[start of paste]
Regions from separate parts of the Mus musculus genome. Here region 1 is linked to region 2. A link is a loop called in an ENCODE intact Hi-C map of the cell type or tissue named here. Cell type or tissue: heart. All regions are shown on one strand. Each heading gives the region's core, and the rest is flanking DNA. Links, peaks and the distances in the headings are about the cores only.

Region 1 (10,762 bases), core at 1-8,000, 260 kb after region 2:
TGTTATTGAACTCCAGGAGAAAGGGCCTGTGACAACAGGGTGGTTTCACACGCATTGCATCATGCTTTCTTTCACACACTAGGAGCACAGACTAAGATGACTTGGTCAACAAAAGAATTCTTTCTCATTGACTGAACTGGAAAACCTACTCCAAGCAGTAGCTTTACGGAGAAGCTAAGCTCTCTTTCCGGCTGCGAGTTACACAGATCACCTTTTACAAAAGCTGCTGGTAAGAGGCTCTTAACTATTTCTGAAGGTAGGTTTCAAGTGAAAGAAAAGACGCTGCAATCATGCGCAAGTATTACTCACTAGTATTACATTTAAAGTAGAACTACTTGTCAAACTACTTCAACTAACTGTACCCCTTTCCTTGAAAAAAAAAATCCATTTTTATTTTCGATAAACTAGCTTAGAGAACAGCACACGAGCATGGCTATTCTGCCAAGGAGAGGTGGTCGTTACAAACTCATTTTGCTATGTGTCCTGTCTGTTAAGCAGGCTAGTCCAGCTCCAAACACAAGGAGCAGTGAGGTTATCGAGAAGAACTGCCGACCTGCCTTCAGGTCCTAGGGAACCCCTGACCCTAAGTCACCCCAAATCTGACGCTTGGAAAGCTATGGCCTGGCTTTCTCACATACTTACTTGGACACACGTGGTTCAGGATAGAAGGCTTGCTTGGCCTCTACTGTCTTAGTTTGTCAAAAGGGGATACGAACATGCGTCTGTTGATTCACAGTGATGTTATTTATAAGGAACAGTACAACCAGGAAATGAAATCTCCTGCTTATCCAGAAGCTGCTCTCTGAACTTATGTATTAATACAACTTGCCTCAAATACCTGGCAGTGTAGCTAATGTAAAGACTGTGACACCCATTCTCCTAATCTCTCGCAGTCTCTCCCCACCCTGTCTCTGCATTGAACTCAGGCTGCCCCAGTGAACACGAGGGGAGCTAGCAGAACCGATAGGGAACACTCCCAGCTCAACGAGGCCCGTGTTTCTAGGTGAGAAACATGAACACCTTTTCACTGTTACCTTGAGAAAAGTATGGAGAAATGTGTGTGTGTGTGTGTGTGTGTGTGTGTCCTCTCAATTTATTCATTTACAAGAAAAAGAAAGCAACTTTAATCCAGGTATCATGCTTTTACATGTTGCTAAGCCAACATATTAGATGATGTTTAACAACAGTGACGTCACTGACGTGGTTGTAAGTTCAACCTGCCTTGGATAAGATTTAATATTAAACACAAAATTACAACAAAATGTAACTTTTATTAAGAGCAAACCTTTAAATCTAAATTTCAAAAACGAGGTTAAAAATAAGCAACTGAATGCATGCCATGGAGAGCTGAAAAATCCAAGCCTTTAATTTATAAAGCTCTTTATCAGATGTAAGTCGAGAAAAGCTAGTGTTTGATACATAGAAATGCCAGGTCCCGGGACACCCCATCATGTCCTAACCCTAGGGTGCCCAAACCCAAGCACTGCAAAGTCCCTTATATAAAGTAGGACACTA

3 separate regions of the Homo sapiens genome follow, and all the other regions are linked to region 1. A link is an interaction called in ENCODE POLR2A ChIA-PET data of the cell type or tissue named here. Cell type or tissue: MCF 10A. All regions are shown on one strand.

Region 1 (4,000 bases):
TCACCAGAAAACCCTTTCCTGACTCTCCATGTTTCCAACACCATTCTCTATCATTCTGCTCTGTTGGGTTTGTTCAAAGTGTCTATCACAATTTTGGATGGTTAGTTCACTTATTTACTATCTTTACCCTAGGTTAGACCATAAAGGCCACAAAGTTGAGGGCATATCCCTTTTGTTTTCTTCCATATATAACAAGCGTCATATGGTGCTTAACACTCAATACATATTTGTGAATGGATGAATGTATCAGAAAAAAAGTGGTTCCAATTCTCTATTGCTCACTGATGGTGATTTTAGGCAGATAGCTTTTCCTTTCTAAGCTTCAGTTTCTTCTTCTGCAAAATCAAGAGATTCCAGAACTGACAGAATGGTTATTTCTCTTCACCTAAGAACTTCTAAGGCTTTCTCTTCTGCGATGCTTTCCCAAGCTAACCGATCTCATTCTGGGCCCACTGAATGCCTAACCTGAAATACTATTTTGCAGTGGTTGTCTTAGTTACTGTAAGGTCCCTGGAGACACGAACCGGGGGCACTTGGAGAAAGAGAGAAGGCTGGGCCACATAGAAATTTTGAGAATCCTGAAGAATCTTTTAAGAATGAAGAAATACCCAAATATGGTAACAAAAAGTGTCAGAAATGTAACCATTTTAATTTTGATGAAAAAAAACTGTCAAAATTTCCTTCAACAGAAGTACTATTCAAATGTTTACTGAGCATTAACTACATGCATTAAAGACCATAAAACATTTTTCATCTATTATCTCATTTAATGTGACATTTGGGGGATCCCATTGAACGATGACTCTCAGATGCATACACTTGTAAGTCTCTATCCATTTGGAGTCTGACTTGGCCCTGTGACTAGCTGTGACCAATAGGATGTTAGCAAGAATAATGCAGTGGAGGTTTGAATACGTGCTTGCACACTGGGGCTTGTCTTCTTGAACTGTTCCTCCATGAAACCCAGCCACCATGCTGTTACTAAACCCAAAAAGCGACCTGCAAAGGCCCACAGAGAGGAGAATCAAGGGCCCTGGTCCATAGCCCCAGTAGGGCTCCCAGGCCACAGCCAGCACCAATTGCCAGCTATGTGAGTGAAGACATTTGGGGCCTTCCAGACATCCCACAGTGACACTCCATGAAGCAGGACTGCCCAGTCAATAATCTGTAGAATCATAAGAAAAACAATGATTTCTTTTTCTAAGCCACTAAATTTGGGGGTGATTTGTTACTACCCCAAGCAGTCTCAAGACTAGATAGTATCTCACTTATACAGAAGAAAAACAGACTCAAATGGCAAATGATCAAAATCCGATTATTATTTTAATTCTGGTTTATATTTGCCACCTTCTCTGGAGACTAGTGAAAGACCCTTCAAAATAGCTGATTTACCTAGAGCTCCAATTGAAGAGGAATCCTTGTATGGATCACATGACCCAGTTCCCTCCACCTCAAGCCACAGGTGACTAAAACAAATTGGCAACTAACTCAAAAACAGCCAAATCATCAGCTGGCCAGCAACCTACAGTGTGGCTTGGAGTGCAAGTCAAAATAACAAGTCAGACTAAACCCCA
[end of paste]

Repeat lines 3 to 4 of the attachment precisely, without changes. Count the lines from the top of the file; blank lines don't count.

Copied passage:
TGTTATTGAACTCCAGGAGAAAGGGCCTGTGACAACAGGGTGGTTTCACACGCATTGCATCATGCTTTCTTTCACACACTAGGAGCACAGACTAAGATGACTTGGTCAACAAAAGAATTCTTTCTCATTGACTGAACTGGAAAACCTACTCCAAGCAGTAGCTTTACGGAGAAGCTAAGCTCTCTTTCCGGCTGCGAGTTACACAGATCACCTTTTACAAAAGCTGCTGGTAAGAGGCTCTTAACTATTTCTGAAGGTAGGTTTCAAGTGAAAGAAAAGACGCTGCAATCATGCGCAAGTATTACTCACTAGTATTACATTTAAAGTAGAACTACTTGTCAAACTACTTCAACTAACTGTACCCCTTTCCTTGAAAAAAAAAATCCATTTTTATTTTCGATAAACTAGCTTAGAGAACAGCACACGAGCATGGCTATTCTGCCAAGGAGAGGTGGTCGTTACAAACTCATTTTGCTATGTGTCCTGTCTGTTAAGCAGGCTAGTCCAGCTCCAAACACAAGGAGCAGTGAGGTTATCGAGAAGAACTGCCGACCTGCCTTCAGGTCCTAGGGAACCCCTGACCCTAAGTCACCCCAAATCTGACGCTTGGAAAGCTATGGCCTGGCTTTCTCACATACTTACTTGGACACACGTGGTTCAGGATAGAAGGCTTGCTTGGCCTCTACTGTCTTAGTTTGTCAAAAGGGGATACGAACATGCGTCTGTTGATTCACAGTGATGTTATTTATAAGGAACAGTACAACCAGGAAATGAAATCTCCTGCTTATCCAGAAGCTGCTCTCTGAACTTATGTATTAATACAACTTGCCTCAAATACCTGGCAGTGTAGCTAATGTAAAGACTGTGACACCCATTCTCCTAATCTCTCGCAGTCTCTCCCCACCCTGTCTCTGCATTGAACTCAGGCTGCCCCAGTGAACACGAGGGGAGCTAGCAGAACCGATAGGGAACACTCCCAGCTCAACGAGGCCCGTGTTTCTAGGTGAGAAACATGAACACCTTTTCACTGTTACCTTGAGAAAAGTATGGAGAAATGTGTGTGTGTGTGTGTGTGTGTGTGTGTCCTCTCAATTTATTCATTTACAAGAAAAAGAAAGCAACTTTAATCCAGGTATCATGCTTTTACATGTTGCTAAGCCAACATATTAGATGATGTTTAACAACAGTGACGTCACTGACGTGGTTGTAAGTTCAACCTGCCTTGGATAAGATTTAATATTAAACACAAAATTACAACAAAATGTAACTTTTATTAAGAGCAAACCTTTAAATCTAAATTTCAAAAACGAGGTTAAAAATAAGCAACTGAATGCATGCCATGGAGAGCTGAAAAATCCAAGCCTTTAATTTATAAAGCTCTTTATCAGATGTAAGTCGAGAAAAGCTAGTGTTTGATACATAGAAATGCCAGGTCCCGGGACACCCCATCATGTCCTAACCCTAGGGTGCCCAAACCCAAGCACTGCAAAGTCCCTTATATAAAGTAGGACACTA

3 separate regions of the Homo sapiens genome follow, and all the other regions are linked to region 1. A link is an interaction called in ENCODE POLR2A ChIA-PET data of the cell type or tissue named here. Cell type or tissue: MCF 10A. All regions are shown on one strand.